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Courtesy of Charlie Zien
Charlie Zien ’10 poses in front of one of the many jalopies that line the streets of downtown Havana on June 29.
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“I need to use the phone,” I told the man behind the front desk of the Havana hotel where I was staying. “Sir, it’s $2 a minute to call the U.S.” I had $5, enough for a 2.5 minute call home (or to eat that night). “This is an emergency!” I screamed, “Now let me use the fucking phone!”

“Not my problem,” he responded. “You have to calm down or I’ll have you sent to the immigration detention center.” I had no idea what to do at this point, but I knew a trip to the detention center would not solve my problem.

This summer, I participated in MISTI (MIT International Science and Technology Initiatives), a program that sets up MIT students with internships in foreign countries. Having a tenuous yet passable grasp of Spanish, I decided on the MISTI-Mexico program.

As a U.S. passport holder, I am fortunate enough to have access to practically every country in the world. But I’m notoriously hard to satisfy, so I decided to go to one of the few countries that is not accessible from the U.S., but is easy to reach by way of Mexico City — Cuba.

Because of the U.S.’s trade embargo, my American bankcards would not work in Cuba and I would have to bring all my money ahead of time in pesos.

Knowing this, I asked my travel agent how much she recommended I bring. She told me Cuba was much cheaper than the U.S. (and Mexico), and that I should be fine with about $150 for four days of travel (I paid for my hotel ahead of time). Had I known then what I know now, I would have brought a lot more.

Soon after my arrival, I found out that my travel agent had misinformed me. Turns out Cuba has two different types of money — native money and tourist money. While Cuba may be cheap for Cubans (okay, not really — Cubans only make about $15 a month), prices in tourist money are about what you would expect in Boston.

Now, anybody who has been a tourist in Boston knows that $150 to pay for food, transit, and tourism for four days is a very short leash (and you can forget about bringing back any cool souvenirs). So I resigned myself to a budget trip — not what I’d had in mind considering the fact that this was one of those once-in-a-lifetime opportunities. But I didn’t let this minor detail interfere with an otherwise great trip. By the end of the trip I was satisfied, exhausted, and completely broke, save for the $5 I had in my pocket. It was then that I found out about the $25 departure fee required to leave the country. In other words, I was trapped in Cuba. I spent that night running around the hotel, frantically trying to figure out how I could escape Castro’s grips.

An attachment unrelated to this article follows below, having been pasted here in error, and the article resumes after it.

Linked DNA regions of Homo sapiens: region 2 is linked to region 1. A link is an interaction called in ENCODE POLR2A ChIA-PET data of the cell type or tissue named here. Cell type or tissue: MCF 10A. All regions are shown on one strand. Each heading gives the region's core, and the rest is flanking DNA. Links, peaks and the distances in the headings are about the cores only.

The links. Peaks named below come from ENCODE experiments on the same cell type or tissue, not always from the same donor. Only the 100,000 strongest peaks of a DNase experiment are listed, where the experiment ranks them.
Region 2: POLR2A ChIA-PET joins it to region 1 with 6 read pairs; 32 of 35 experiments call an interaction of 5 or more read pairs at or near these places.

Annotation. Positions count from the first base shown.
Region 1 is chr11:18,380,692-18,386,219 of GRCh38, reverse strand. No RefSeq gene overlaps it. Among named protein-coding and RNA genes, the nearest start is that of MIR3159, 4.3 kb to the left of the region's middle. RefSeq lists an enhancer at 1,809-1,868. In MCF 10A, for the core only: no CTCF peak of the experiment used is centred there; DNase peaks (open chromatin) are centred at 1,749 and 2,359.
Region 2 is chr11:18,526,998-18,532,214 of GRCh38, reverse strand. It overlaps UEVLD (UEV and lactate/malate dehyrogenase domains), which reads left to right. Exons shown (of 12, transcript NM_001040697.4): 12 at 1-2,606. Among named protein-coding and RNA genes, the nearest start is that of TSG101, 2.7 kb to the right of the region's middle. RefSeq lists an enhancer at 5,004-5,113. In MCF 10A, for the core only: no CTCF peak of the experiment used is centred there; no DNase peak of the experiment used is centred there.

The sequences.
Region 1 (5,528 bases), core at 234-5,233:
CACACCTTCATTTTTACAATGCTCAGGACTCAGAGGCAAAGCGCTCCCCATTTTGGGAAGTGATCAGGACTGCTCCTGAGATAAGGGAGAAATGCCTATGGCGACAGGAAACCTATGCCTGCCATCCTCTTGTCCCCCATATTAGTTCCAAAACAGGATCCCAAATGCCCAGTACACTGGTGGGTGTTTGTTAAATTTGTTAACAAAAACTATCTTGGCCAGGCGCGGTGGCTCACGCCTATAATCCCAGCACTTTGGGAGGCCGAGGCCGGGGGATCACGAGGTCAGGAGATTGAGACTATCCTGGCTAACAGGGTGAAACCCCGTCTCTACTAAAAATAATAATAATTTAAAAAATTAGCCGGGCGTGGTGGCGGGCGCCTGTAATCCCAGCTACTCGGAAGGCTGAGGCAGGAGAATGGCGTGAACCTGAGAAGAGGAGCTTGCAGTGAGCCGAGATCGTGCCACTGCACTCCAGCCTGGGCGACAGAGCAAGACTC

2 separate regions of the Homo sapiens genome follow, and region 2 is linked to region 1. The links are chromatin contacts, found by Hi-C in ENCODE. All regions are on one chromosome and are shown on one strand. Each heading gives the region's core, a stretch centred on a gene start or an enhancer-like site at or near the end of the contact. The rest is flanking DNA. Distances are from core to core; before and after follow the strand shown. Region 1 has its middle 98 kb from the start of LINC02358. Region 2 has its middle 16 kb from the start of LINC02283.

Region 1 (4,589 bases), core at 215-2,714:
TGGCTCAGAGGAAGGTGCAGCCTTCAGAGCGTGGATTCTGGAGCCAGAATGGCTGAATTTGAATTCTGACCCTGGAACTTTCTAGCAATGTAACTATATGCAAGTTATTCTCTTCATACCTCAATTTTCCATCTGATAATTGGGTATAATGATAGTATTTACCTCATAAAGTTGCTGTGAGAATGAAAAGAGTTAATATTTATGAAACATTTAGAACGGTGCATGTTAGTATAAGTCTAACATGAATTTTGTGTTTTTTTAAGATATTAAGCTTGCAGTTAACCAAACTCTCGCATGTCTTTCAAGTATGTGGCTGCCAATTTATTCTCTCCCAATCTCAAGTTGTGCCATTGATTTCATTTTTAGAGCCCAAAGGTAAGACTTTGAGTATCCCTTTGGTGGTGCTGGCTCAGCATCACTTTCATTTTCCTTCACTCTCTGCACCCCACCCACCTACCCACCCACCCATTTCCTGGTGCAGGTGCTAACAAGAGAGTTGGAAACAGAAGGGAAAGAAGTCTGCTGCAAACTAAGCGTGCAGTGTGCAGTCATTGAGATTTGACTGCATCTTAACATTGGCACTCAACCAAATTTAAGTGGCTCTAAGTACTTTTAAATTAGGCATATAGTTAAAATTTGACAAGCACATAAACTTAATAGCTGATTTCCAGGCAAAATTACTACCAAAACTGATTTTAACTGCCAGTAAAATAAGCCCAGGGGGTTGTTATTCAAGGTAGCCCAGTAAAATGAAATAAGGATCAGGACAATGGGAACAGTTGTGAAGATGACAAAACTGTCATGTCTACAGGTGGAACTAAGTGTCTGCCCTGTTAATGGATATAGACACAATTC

My guardian angel came in the form of a bus driver. He informed me that while the U.S. and Cuba do not maintain diplomatic relations, we do have a consulate in Havana. The bus driver took pity on me and offered to take me to the consulate, which was on his route, for free.

After a ten-minute scolding from the U.S. consul, I was able to contact my family, who wired some money to the State Department in Washington, which was then forwarded on to me in Havana. Relieved, I went to the airport, paid my $25, and was on my way.

So, what did I learn from this? Well, not much. Despite the fact that getting stuck in Cuba was one of the scariest experiences of my life, I have no regrets. I am one of the few Americans who can say he has been to Cuba, which is awesome in its own right, but, more importantly, I have a great story to tell my grandchildren.

These types of surprises, good and bad, are what make travel so exciting for me. While not everyone has the good fortune of being trapped in a country with a communist dictatorship, traveling is guaranteed to bring about a meaningful experience … in one form or another.